Despite leading for more than half of the game, UConn football’s quest for their first win of the decade will have to wait at least another week, and likely a lot longer. The Huskies fell to fellow independent and longtime rival UMass 27-13 at McGuirk Field in Amherst, Massachusetts, with the Minutemen securing their first victory since 2019 and UConn falling to 0-7 on the season.
Even though the Huskies had a lead at halftime and through a chunk of the third quarter, UMass outplayed UConn for the full 60 minutes. The Minutemen outgunned the Huskies in every major category, nearly doubled UConn’s time of possession, and outscored them 20-3 in the final three quarters of play. UMass accumulated over 400 yards of total offense, including 247 rushing yards, despite just racking up over 400 total yards on the ground in their first five games this season.
While UConn went into halftime with a lead despite their very best efforts to not do so, the Minutemen were the first to strike, as Ellis Merriweather punched in the first of his two touchdowns on the day to go up 7-0. The Huskies answered on the ensuing drive as quarterback Steven Krajewski hit Keelan Marion for a 34-yard touchdown less than a minute later to tie it up at seven. The Huskies would tack on a 38-yard field goal from Joe McFadden with 1:56 left in the first to take the 10-7 lead.
Steve ➡️ Keelan ➡️ Endzone— UConn Football (@UConnFootball) October 9, 2021
Stev drops a 34-yard dime to get us on the board! pic.twitter.com/wekLuVE4Zi
The Huskies offense basically fizzled out after that strong first quarter, and nearly lost the lead just before halftime after a Krajewski threw an interception deep in UConn’s own territory. But the defense stood pat, forcing a 26-yard field goal attempt that missed wide left to preserve the Huskies’ lead.
In his first full game since taking over for the injured Tyler Phommachanh, Krajewski threw for a total of 128 yards and one touchdown with two interceptions. Without Phommachanh’s running ability, the offense reverted to the kind the Huskies ran earlier this season under Randy Edsall, with constant runs up the middle and rarely attacking downfield. While it wasn't all bad — running back Nate Carter did post 136 rushing yards on 20 carries despite missing a good chunk of the third quarter — the step back that the offense, and really the entire team, took as a whole was incredibly disheartening.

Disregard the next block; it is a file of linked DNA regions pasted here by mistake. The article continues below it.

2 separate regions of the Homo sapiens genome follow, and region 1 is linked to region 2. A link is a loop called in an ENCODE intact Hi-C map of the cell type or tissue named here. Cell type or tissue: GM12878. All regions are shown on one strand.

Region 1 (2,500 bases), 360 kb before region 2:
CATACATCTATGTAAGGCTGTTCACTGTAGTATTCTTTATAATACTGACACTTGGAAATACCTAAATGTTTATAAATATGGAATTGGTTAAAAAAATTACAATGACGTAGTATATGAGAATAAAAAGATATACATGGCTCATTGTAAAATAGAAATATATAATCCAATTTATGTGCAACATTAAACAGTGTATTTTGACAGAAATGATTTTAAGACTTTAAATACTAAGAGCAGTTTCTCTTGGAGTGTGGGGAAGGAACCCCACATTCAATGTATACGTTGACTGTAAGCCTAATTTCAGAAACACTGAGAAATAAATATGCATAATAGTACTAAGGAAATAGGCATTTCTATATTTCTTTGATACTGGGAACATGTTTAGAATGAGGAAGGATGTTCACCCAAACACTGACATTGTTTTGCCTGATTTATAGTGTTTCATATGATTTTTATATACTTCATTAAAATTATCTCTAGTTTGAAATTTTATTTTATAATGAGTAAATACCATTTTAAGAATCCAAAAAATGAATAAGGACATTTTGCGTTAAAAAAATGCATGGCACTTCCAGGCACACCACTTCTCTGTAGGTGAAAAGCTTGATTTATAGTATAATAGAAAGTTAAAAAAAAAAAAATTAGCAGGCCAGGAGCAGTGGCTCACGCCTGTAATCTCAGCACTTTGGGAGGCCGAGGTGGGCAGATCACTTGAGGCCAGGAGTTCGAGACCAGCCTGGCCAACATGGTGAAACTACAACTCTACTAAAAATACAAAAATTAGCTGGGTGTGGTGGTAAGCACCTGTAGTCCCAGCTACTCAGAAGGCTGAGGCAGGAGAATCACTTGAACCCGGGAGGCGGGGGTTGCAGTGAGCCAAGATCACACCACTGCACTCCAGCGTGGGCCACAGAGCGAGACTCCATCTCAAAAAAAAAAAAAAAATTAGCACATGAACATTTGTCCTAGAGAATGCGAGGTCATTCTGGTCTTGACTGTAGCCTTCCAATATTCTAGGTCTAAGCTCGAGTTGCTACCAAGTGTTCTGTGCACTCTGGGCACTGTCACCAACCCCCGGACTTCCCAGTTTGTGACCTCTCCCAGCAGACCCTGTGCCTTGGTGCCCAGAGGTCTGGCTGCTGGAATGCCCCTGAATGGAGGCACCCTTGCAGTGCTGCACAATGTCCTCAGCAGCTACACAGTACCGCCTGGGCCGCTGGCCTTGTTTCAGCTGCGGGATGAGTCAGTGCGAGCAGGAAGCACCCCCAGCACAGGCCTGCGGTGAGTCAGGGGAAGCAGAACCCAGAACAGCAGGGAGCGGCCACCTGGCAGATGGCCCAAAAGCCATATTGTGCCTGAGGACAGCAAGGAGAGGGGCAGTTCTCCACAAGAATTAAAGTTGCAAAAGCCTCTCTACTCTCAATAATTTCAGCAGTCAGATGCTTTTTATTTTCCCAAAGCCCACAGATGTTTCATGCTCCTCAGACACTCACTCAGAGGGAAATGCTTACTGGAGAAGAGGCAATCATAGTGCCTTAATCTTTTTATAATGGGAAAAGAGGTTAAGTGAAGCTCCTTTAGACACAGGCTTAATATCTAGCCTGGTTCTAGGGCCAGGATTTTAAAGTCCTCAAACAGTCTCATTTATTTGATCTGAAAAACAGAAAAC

UMass managed to tie things up right at the start of the second half, putting together a 10-play drive that culminated with a 21-yard field goal to tie the game up 10-10, the game’s only scoring play of the third quarter. During the entire third period, UConn did not post a single passing yard, and their rushing attack took a blow due to an injury to Carter. After UMass turned the ball over on downs with eight minutes left in the third quarter, UConn ran on five of their seven plays on the next drive, totaling 33 yards and ending with a missed 53-yard field goal from McFadden.
The Minutemen used their success on the ground to wear down an already mediocre UConn defense, with Merriweather and Zamar Wise, UMass’ designated rushing quarterback, combining for 235 yards and three scores on the day. After UMass kicked a 24-yard field goal to open the fourth and take a 13-10 lead, Merriweather punched in his second score of the day after Krajewski threw another pick deep in his territory to go up 20-10.
UConn showed some signs of life on the ensuing drive, marching down 75 yards in under three minutes, but was forced to settle for a field goal after Krajewski’s pass attempt on third down couldn't be reigned in by tight end Brandon Niemenski. Another McFadden field goal made it 20-13, but Wise scored the final touchdown of the night with a one-yard run with five minutes remaining to cap off a five minute drive and secure the Minutemen victory.
It’s really hard to say that this is the worst of the season — after all, this very team lost by 10 points to an FCS school less than a month ago — but losing to UMass, an awful program by any metric that has seen much, much less success than UConn, in this fashion makes it feel like it was worse. Yes, UConn was missing its interim head coach, a starting offensive lineman other key players (like Phommachanh) for this game, but the Huskies remained the favorite due to their strong performances the last two weeks and failed to put together anything on offense or defense that was even remotely encouraging.
When UConn hung tight with Wyoming and Vanderbilt, the team’s flaws remained obvious, but it was a little easier to see the light at the end of the tunnel. This UMass loss changes all of that. And next week, long time rival Yale comes to Rentschler Field for homecoming, where the Bulldogs are 2-2 on the season and played Holy Cross closer than the Huskies did, losing 20-17 three weeks prior. In terms of the games left on the schedule since Lou Spanos took over, UMass might have been the Huskies’ best chance at a win. And now, with this demoralizing loss, an 0-12 season becomes an incredibly real possibility.